What is Zephyr ASDL?


Because understanding Zephyr ASDL will be important in future posts, I'll describe it from three angles here. At a high level, my motivation is to concisely describe the backbone of the interpreter.

So what is it? As stated in the 1997 paper, Zephyr was a university compiler infrastructure project, and ASDL was a sub-project which stands for Abstract Syntax Description Language.

This is a rather plain name for a domain-specific language that describes an abstract syntax tree.

It's Used to Describe the Structure of Python

Let's first see how it describes Python:

$ python3
>>> import ast
>>> t = ast.parse('1 + 2 * 3')
>>> print(ast.dump(t))
             right=BinOp(left=Num(n=2), op=Mult(), right=Num(n=3))))])

This is how you parse an expression and print its AST, without executing it. Symbols like Module, Expr, and BinOp correspond to data structures defined in the file Python.asdl. The relevant excerpts from this file are:

mod = Module(stmt* body)
    | ...

stmt = ...
     | Expr(expr value)
     | ...

expr = ...
     | BinOp(expr left, operator op, expr right)
     | ...

operator = Add | Sub | Mult | MatMult | Div | Mod | Pow | LShift
             | RShift | BitOr | BitXor | BitAnd | FloorDiv

The Python build process invokes the tool asdl_c.py, which parses Python.asdl and generates C code that defines Python classes. At runtime, the Python parser instantiates these classes as its output.

The Design of CPython's Compiler goes into more detail about this.

It Describes a Data Structure, not a Language

It's important to understand the difference between:

Python has separate mechanisms for these two tasks. In addition to asdl_c.py generating code from Python.asdl (131 lines), there's the separate but analogous process of Parser/pgenmain.c generating code from Grammar/Grammar (156 lines).

On the face of it, ASDL and a parser generator like yacc or ANTLR are similar:

I remember being confused about this: Why do we need both?

The answer relates to the difference between a parse tree and an abstract syntax tree. A parse tree has nodes corresponding directly to the rules of a grammar, while an AST is simpler and more suitable for code generation. Scroll down here for a nice graphic that shows the difference.

Oil will have at least two tree representations, but neither is a parse tree, strictly speaking. The osh parser is written by hand and thus can produce an AST on the fly. Subsequent representations will be even more simplified.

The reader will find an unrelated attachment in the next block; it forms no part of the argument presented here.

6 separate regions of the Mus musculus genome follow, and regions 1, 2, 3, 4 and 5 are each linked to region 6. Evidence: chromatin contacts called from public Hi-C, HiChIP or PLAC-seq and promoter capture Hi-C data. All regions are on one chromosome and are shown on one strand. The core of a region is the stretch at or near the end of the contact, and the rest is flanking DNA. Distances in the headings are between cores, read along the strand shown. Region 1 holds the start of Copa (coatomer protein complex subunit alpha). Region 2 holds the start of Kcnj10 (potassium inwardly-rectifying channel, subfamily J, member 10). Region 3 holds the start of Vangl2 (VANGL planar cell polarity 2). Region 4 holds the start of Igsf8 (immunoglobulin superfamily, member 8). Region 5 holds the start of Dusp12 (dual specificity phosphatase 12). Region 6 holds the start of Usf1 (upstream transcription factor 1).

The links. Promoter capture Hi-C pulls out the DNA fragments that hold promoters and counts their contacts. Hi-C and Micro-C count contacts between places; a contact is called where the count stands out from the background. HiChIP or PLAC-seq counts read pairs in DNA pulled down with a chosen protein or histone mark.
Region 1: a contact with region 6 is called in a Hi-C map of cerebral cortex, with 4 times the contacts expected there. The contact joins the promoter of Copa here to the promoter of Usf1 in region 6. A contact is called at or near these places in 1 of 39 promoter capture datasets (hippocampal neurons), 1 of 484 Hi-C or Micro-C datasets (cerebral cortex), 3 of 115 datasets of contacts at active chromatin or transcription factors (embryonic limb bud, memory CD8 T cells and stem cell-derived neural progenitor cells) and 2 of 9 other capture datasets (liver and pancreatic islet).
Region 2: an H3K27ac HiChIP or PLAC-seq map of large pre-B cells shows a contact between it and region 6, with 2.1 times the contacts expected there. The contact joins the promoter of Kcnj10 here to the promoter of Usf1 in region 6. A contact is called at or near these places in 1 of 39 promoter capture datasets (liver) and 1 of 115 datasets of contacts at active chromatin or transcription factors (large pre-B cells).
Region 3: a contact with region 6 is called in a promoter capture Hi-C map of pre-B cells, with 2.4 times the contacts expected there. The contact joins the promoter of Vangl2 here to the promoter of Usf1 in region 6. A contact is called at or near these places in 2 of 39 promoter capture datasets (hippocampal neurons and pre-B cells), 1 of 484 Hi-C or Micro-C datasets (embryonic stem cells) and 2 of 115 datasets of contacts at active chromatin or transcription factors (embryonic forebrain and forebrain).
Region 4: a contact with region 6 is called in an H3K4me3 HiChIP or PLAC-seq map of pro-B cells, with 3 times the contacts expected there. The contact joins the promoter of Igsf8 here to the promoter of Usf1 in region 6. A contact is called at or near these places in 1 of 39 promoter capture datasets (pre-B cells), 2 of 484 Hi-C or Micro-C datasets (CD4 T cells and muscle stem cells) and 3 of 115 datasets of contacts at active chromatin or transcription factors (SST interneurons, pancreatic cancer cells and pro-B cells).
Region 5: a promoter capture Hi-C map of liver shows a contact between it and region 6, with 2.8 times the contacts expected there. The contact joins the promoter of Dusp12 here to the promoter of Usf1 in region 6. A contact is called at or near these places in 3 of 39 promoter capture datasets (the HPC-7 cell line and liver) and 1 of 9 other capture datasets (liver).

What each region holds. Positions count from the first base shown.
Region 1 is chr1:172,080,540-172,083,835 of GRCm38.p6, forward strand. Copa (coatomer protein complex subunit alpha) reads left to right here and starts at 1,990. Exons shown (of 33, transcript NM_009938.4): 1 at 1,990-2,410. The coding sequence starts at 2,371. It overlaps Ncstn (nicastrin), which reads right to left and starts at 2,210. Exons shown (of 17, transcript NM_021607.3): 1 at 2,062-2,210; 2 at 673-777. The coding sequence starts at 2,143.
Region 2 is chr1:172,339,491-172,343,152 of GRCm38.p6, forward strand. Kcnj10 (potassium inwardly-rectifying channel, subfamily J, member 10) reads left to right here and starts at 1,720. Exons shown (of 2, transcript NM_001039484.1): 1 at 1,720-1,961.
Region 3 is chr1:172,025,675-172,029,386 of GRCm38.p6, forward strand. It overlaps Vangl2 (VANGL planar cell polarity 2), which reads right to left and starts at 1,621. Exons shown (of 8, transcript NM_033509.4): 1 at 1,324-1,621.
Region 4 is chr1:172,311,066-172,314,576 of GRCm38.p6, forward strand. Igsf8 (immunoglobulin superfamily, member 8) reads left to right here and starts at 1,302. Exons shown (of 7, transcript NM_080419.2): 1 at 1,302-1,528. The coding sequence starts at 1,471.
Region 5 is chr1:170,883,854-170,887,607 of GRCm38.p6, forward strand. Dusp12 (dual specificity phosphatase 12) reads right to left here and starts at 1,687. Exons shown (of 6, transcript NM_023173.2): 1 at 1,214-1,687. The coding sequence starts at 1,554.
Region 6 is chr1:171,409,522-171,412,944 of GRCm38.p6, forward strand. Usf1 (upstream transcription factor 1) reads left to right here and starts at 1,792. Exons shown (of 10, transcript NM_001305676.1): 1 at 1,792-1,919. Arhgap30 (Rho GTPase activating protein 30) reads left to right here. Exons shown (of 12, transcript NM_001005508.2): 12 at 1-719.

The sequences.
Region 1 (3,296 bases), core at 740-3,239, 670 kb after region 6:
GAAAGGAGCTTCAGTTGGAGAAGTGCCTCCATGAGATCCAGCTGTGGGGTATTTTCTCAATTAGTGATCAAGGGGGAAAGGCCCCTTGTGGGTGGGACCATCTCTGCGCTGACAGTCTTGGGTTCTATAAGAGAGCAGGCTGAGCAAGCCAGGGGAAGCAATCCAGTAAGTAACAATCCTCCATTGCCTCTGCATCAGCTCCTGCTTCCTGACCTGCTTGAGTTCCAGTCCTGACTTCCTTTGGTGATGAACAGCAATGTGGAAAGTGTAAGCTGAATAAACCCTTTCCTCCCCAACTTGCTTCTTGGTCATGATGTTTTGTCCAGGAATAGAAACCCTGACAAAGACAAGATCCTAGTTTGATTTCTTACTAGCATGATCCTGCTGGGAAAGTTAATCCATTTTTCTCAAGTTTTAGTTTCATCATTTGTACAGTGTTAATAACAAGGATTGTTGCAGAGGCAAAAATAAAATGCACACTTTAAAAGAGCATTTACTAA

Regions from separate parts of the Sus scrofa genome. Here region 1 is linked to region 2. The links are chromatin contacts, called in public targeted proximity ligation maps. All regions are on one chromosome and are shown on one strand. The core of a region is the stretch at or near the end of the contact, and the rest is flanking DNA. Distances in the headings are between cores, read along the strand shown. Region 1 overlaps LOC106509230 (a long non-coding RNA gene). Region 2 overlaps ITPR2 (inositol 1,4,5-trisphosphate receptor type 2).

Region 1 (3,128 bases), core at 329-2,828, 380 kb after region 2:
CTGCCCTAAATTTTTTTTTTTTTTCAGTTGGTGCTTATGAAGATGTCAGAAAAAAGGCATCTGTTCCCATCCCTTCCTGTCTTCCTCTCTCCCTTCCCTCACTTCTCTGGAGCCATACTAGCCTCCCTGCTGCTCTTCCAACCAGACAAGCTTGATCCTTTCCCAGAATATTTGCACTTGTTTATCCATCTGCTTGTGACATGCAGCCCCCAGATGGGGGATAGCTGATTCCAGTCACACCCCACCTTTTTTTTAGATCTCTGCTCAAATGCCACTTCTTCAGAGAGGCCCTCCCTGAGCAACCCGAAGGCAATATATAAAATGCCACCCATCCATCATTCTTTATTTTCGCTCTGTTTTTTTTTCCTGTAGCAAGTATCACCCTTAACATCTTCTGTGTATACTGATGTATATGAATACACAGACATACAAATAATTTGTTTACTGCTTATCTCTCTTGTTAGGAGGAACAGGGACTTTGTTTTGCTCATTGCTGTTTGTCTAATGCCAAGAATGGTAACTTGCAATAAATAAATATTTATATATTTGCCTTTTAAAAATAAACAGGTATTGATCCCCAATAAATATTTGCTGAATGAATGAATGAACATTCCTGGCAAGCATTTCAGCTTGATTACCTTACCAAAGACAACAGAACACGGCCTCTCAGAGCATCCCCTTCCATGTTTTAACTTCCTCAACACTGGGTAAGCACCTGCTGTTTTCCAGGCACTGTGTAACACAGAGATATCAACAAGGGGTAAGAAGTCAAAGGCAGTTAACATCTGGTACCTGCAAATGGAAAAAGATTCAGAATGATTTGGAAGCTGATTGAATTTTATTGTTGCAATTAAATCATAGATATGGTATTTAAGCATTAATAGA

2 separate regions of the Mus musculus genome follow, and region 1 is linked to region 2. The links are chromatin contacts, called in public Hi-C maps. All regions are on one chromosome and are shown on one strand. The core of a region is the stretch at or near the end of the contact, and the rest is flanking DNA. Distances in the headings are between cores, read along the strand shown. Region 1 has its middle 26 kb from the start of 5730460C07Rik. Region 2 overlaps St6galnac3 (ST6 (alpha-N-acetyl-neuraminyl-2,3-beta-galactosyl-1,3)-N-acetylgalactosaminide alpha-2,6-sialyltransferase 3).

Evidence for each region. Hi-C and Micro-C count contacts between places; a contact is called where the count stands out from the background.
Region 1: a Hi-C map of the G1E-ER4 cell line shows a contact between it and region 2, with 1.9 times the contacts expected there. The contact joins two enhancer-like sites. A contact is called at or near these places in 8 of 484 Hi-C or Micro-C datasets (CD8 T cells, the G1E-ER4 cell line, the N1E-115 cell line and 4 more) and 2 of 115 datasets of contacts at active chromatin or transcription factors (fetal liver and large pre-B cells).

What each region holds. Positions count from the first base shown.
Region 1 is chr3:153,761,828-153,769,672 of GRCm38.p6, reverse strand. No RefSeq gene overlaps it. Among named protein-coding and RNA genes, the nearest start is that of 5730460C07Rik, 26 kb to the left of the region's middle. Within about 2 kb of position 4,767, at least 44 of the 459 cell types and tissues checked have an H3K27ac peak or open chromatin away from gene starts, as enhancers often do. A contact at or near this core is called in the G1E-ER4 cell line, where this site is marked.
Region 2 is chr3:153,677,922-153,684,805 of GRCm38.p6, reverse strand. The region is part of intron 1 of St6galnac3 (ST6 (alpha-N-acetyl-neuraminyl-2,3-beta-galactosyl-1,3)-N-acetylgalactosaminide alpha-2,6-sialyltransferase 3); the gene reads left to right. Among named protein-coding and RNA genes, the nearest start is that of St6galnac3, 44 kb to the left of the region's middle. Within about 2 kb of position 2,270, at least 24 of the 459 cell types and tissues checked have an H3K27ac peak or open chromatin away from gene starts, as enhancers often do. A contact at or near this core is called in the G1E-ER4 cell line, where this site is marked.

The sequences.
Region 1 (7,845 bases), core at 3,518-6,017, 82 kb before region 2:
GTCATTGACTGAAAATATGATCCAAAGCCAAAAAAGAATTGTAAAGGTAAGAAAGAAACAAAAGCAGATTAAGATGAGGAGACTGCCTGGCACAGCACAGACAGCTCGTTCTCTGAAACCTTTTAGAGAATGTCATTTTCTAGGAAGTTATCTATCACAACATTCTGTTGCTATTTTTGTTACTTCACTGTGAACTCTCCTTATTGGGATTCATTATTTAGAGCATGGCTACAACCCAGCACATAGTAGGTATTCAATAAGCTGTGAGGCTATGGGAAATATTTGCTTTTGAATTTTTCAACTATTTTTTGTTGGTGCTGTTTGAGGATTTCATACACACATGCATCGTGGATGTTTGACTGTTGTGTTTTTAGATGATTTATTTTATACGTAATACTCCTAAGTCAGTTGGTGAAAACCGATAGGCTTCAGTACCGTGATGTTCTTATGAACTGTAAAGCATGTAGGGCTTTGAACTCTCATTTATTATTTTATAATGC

So the difference is that ASDL lets you describe a simplified tree, i.e. an AST, while a grammar only has enough information to describe a strict parse tree.

The documentation for Python's own AST module confuses the issue: it shows Python.asdl with the heading Abstract Grammar. An ASDL file isn't a grammar, because it doesn't describe a language. It defines a data structure for representing a language.

Why use a DSL?

Aren't C++ and Python already good languages for defining data structures?

There are three reasons to use a DSL, and the first is concision. Remarkably, Python.asdl is expanded into 65x more code:

~/src/Python-3.5.2$ wc -l Parser/Python.asdl
123 Parser/Python.asdl

~/src/Python-3.5.2$ wc -l */Python-ast.*
   601 Include/Python-ast.h
  7497 Python/Python-ast.c
  8098 total

I suspect that much of this is due to the wordy nature of the Python-C API. Oil of course won't use this API, but ASDL is still worthwhile for concision, and for the following two reasons.

Algebraic Data Types

ASDL is almost a way of adding Algebraic Data Types (ADTs) to C++ or Python. I say "almost" because the shape of the data is the same, but the type system is not.

Briefly, ADTs are a feature from the ML family of strongly-typed functional languages, which have made it into recent non-functional languages like Rust and Swift. This data model was designed to represent languages: ML stands for MetaLanguage. A meta-language is the language you use to express your language.

Roughly speaking, product types are simply structs, while sum types can be represented as either:

(Not coincidentally, one of the authors on the ASDL paper is Andrew Appel, who's known for his work on ML.)


Once you describe a data structure with a DSL, you can automatically generate code to serialize it, in the manner of protocol buffers. This isn't possible with plain C structs/arrays or Python dictionaries/lists.

Although the paper says that serialization is a primary feature of ASDL, Python never serializes the AST. But we'll see later that oil will benefit from automatic serialization.


I described Zephyr ASDL in three ways:

  1. How it's used in Python.
  2. How it contrasts with a grammar and parser generator.
  3. Its motivations: making code more concise, borrowing the sum and product data model of algebraic data types, and enabling automatic serialization.

I expect that ASDL will be used in three ways:

  1. To describe osh.
  2. To describe oil.
  3. To describe a language with semantics that both osh and oil can be compiled to, and which oil can be bootstrapped in. I recently discovered the Perl 6 project NQP, or Not Quite Perl, which seems similar in spirit.

Right now, I'm adapting Python's ASDL implementation for oil. I'll describe these changes in detail when the code lands in the repo.